How do you go about empowering a learning community in the digital age?

It’s no easy task, but it is one the Wellington East Girl’s College has tackled head on. Fergal Harrington is the school’s ICT SCT who has managed to bring key initiatives together to engage students, staff and parents.

Facebook and the classroom – it’s a tumultuous relationship, isn’t it?

And while it might sound as unlikely as Mark Zuckerberg wearing a suit, in a relatively short period of time, teaching and technical staff at Wellington East have gone from banning the wildly popular social networking site in the classroom to embracing Facebook as a way of creating good digital citizens of the future.

Used by around 750 million audiences globally, Facebook has changed the way we interact with each other and with the world. In 2012, Wellington East took the radical step of introducing Facebook groups for subjects, sports and cultural activities within the school. What’s more, Facebook is now accessible within the school environment. Fergal says he frequently sees students utilising Facebook to engage and share interest in their subjects with others. “They also lead their own learning, often tangential to the topic, which is something that wouldn’t be covered in class.”

It’s up to individual teachers to decide whether to use Facebook groups, but by getting teachers to “step outside their comfort zone into areas where they are less confident, we are shifting teaching culture”, says Fergal. With support in terms of professional development for staff and internal support groups they are supporting a digital pedagogy, something Principal Sally Haughton (a founding Wellington Loop trustee) values highly as part of the school’s future focus.

“At Wellington East we have developed a digital pedagogy that supports traditional teaching and opens up opportunities to learn in new ways” says Sally.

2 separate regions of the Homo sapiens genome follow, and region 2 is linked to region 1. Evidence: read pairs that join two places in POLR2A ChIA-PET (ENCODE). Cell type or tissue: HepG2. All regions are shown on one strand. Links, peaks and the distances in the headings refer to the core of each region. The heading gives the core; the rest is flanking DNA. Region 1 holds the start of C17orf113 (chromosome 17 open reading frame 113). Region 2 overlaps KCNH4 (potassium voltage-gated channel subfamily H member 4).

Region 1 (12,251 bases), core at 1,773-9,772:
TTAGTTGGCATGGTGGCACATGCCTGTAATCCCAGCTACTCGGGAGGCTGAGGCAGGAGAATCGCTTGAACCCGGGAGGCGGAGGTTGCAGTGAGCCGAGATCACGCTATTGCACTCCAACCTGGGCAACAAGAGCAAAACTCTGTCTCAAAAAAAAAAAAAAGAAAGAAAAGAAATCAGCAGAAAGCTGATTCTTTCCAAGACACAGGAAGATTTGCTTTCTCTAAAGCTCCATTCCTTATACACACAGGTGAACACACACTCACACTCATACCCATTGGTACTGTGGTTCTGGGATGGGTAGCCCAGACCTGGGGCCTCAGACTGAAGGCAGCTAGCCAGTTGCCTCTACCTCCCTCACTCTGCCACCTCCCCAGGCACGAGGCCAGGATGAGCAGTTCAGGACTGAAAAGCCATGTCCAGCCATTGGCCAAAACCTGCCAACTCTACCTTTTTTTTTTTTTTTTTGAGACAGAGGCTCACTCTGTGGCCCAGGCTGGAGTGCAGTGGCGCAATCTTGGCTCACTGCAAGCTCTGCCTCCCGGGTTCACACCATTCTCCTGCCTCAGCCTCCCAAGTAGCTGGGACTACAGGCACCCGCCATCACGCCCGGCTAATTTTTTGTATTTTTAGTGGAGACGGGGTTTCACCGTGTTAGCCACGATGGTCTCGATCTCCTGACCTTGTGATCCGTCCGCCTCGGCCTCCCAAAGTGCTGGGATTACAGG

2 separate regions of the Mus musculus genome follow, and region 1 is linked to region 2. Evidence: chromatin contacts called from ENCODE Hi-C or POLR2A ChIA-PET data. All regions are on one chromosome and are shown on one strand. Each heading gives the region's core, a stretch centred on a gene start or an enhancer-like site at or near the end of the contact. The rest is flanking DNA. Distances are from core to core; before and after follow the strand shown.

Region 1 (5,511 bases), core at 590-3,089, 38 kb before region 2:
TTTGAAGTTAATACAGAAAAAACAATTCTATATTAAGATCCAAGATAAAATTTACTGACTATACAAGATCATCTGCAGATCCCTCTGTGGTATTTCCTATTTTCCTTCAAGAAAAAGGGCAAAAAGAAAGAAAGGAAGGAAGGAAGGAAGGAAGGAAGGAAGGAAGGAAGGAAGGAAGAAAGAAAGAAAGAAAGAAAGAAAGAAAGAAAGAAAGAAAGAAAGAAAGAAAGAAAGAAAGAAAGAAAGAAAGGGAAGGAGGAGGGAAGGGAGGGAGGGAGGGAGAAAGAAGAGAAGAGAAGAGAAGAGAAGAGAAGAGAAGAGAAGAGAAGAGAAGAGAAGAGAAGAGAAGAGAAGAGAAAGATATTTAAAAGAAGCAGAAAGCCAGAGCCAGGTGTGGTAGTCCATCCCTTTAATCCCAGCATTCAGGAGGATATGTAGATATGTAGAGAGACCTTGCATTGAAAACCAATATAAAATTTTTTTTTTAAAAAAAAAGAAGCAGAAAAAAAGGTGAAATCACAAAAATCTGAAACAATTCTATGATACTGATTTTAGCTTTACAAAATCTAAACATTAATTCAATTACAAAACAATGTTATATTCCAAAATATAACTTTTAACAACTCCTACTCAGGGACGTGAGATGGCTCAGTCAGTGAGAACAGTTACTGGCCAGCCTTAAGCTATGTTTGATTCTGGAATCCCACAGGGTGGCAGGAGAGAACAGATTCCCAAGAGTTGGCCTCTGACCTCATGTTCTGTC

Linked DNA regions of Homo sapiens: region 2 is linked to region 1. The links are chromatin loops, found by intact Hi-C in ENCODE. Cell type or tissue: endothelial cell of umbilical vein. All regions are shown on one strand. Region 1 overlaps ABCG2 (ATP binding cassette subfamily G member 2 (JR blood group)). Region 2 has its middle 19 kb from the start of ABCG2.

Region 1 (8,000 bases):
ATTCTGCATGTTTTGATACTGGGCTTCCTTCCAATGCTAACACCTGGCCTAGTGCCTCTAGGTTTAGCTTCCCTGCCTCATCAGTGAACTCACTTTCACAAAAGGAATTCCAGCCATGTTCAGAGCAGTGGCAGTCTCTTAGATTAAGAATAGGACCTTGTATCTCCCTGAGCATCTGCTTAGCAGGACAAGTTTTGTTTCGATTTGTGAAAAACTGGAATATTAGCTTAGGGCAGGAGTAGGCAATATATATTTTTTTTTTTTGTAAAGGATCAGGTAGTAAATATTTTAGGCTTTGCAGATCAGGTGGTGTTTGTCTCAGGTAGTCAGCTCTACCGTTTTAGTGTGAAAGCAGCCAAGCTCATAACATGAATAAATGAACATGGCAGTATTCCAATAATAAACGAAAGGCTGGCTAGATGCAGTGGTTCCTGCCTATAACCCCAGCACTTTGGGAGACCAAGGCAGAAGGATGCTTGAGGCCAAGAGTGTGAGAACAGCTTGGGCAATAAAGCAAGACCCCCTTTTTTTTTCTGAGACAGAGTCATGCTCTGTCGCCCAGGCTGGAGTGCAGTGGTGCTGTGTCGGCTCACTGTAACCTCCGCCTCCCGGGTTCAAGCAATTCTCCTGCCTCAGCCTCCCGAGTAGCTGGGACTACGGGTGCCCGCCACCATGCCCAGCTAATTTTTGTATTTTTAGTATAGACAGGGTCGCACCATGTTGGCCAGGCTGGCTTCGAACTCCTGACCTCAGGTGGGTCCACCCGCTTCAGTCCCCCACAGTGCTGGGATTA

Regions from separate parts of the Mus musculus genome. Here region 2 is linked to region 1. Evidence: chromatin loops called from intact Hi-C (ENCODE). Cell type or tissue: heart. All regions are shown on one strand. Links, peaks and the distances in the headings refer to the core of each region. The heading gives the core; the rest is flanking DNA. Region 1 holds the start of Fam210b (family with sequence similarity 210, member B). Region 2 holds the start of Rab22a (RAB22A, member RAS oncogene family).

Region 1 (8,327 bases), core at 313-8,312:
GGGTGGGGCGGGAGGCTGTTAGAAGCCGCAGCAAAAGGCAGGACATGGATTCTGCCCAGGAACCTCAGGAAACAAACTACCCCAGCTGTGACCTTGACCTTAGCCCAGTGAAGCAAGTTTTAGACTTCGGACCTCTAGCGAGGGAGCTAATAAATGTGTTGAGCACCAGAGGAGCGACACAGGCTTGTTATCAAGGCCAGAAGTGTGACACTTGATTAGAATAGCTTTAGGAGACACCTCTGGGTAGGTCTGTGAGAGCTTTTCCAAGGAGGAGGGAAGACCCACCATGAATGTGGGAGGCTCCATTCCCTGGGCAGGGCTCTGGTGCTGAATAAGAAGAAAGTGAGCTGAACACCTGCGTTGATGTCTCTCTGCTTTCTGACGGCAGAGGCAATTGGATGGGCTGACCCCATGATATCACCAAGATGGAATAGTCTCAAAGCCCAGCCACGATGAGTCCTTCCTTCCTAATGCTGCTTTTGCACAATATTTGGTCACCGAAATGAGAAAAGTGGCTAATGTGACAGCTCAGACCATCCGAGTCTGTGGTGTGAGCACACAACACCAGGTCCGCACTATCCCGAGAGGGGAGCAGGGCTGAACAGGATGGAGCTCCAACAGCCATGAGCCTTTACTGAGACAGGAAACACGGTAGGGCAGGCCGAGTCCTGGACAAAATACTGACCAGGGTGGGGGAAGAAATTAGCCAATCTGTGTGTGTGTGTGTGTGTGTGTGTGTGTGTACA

The college set out clear guidelines for the project. Facebook pages fall under the school’s cyber safety agreement and the professional context of the school environment is reinforced with teacher profiles not personal profiles such as ‘Mr Harrington’ or ‘Mrs Milne’ using the school’s colours and logo. The fact that students realise these groups are an extension of school and that staff can see the comments they make in these groups has meant that “the culture of online use has changed for the better”, says Fergal. “We are teaching responsible ways to behave online and the students themselves are now
self reviewing and supporting each other.”

Fergel admits having access to Wellington Loop and taking part in cluster meetings has connected him with other ICT teachers. “It has given me the opportunity to brainstorm and learn from others,” he says. As part of the project, Fergal is creating professional resources for staff which he aims to share back with the Loop Schools. Look out for our upcoming Social Networking event in Term 4, 2012 at which Fergal will be presenting.